In those long ago days just after World War II when I was growing up in rural
the local folks did not drive to the supermarket whenever they needed something
to eat or cook. The Great Depression was still present in everyone’s mind and
the suffering and lack that all endured was not forgotten. Driving to town was
a treat. So everyone welcomed the green grocer with his weekly visits to rural
homes and farms. We all depended upon what fruits and vegetables he found to
buy on his visits to Albany’s
The green grocer was a nice fellow, always happy to help farmers and their wives climb into the back of his truck to view his weekly selections and buy whatever they needed and their budget afforded. What he didn't expect was our cat Tippy, and her way of inspecting anything new. That’s just what the green grocer’s truck was to her as she was generally out mousing in nearby fields when his truck rambled up our driveway each week.
From where she was sitting sleepily on the old well outside our front door, Tippy saw a little field mouse scamper across the floor of the green grocer’s truck. And that woke Miss Tippy out of her cat dreams. She ran to the truck and jumped up into its rear section where all the week's fruits and vegetables were arranged in careful rows in bins attached to the truck’s side. No way was that little field mouse going to escape our Tippy's grasp.
She chased it around the bins and into a far corner and then she heard the truck’s engine start up as the green grocer backed out of our driveway. There was no time to jump off the back of the truck! Tippy was going for a ride.
She hid in a far corner as the Draffins and then the Rudds boarded the truck and made their selections. Then the green grocer pulled into the Hulett's back yard and Aunt Nellie Hulett came out to greet the green grocer. She had her wicker shopping basket over her arm. Aunt Nellie was prepared to buy broccoli and lemons and as she held a lemon up for a closer look, she spotted Tippy hiding beneath a nearby bin. “Isn’t that Don Norris’ Tippy?” she asked the green grocer.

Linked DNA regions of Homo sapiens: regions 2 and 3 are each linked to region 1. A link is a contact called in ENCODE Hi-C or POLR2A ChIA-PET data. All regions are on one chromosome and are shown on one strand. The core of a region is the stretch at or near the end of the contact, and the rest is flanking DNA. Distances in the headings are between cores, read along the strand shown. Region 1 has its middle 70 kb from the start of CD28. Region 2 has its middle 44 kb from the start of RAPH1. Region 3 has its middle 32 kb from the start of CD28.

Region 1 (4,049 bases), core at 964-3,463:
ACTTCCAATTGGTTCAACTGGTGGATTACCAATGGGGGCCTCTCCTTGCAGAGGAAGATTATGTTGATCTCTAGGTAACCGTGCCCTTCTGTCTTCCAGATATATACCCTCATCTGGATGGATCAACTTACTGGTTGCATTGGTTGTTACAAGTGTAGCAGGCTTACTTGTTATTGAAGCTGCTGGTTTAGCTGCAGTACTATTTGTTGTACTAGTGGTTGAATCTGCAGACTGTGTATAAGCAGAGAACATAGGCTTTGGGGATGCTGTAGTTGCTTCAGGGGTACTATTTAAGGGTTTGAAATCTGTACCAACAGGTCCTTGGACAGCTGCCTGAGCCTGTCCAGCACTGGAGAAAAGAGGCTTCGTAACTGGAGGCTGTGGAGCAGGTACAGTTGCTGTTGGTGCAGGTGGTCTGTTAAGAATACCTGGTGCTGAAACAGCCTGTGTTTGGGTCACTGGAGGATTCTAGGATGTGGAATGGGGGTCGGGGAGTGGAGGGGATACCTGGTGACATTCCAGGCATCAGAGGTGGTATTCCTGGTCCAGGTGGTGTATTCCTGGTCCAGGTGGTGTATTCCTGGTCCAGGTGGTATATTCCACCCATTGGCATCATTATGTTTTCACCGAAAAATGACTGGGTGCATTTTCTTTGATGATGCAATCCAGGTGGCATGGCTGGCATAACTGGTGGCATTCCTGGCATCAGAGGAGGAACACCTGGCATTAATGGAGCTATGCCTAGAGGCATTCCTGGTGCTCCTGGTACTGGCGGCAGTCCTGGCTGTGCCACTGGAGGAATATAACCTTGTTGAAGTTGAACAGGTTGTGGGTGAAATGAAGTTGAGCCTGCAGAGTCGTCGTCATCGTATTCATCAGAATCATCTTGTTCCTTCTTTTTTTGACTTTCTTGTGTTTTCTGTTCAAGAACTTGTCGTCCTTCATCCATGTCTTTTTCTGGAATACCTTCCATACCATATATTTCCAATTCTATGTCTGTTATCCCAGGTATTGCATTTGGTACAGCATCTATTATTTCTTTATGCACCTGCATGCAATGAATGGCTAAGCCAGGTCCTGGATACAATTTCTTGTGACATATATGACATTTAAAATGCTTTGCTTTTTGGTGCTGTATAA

He smiled as Aunt Nellie bought a bag filled with broccoli and lemons after reaching out for Tippy, whom she scooped up and placed in her wicker shopping basket. Aunt Nellie smiled and Tippy smiled wider. After a call to my father, Don Norris, Tippy was on her way back home to our house, settled in the wicker shopping basket that would be her bed for the remainder of her long life as our cat. Funny, but from that time on, whenever the green grocer’s truck came rambling down our driveway, Tippy stayed in her basket on our back porch. She never ventured near that truck again.
Alice DiNizo was raised in
in those golden years just after World War II ended. She grew up in Vermont where Norman Rockwell lived at that time with his family. She swam with her friends in the Arlington, Vermont which flowed under the covered bridge that faced his home. Moving to Battenkill River over forty years ago was an interesting experience for Alice, who writes under her cat’s name, J.B. But tough old girl that she is, she’s learned to love her adopted state and enjoys writing stories about it. She also reaches into her memory and writes stories about her family and childhood experiences. She lives at the New Jersey shore with her husband, dog and cats and contributes on a regular basis to GeezerGuysandGals.com. New Jersey